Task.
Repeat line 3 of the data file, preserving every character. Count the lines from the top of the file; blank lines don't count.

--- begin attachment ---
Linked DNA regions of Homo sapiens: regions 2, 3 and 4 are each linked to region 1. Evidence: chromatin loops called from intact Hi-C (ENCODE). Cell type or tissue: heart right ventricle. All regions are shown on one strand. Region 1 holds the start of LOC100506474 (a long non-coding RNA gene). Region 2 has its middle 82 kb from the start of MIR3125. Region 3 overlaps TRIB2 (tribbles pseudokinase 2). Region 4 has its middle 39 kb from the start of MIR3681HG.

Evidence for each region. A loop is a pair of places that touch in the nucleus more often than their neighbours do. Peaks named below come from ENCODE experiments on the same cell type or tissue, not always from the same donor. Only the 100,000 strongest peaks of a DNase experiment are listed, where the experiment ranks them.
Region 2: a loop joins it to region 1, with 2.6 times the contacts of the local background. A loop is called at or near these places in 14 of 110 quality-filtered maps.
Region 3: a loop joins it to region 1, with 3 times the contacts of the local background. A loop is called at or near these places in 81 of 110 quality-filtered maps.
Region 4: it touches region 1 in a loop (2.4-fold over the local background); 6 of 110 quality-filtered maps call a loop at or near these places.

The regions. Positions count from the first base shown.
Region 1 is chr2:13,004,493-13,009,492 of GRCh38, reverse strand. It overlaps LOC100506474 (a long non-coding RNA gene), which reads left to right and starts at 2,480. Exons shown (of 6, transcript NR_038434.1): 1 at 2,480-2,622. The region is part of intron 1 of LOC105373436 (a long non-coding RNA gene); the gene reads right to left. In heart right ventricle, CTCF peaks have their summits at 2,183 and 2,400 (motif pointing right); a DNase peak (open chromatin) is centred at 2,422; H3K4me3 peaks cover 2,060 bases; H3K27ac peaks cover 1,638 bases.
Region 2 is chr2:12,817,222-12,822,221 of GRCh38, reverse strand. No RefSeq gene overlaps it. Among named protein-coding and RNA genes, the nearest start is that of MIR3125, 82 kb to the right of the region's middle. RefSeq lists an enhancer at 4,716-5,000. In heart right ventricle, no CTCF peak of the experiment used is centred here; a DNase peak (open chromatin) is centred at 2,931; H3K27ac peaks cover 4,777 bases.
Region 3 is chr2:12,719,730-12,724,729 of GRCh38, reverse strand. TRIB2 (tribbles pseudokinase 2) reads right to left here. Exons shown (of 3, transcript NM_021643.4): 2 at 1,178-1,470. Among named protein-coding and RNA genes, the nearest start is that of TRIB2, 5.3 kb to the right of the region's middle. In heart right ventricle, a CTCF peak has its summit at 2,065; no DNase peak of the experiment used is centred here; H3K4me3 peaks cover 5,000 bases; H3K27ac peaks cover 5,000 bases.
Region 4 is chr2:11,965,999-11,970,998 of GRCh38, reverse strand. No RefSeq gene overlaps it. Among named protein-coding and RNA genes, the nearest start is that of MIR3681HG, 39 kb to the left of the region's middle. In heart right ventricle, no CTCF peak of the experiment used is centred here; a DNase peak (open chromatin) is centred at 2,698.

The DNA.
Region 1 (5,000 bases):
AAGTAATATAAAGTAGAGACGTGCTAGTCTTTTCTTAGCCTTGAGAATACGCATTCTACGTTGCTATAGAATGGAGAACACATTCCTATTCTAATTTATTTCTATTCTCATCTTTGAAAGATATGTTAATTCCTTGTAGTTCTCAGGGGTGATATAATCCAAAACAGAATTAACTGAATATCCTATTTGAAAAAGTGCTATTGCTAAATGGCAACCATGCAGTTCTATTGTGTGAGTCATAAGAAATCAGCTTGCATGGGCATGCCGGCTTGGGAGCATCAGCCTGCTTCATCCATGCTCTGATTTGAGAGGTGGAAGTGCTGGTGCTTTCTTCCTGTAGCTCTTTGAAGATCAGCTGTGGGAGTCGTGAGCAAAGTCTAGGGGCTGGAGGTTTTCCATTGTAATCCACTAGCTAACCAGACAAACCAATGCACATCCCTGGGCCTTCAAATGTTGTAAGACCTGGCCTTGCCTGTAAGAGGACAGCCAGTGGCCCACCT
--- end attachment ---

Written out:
Region 2: a loop joins it to region 1, with 2.6 times the contacts of the local background. A loop is called at or near these places in 14 of 110 quality-filtered maps.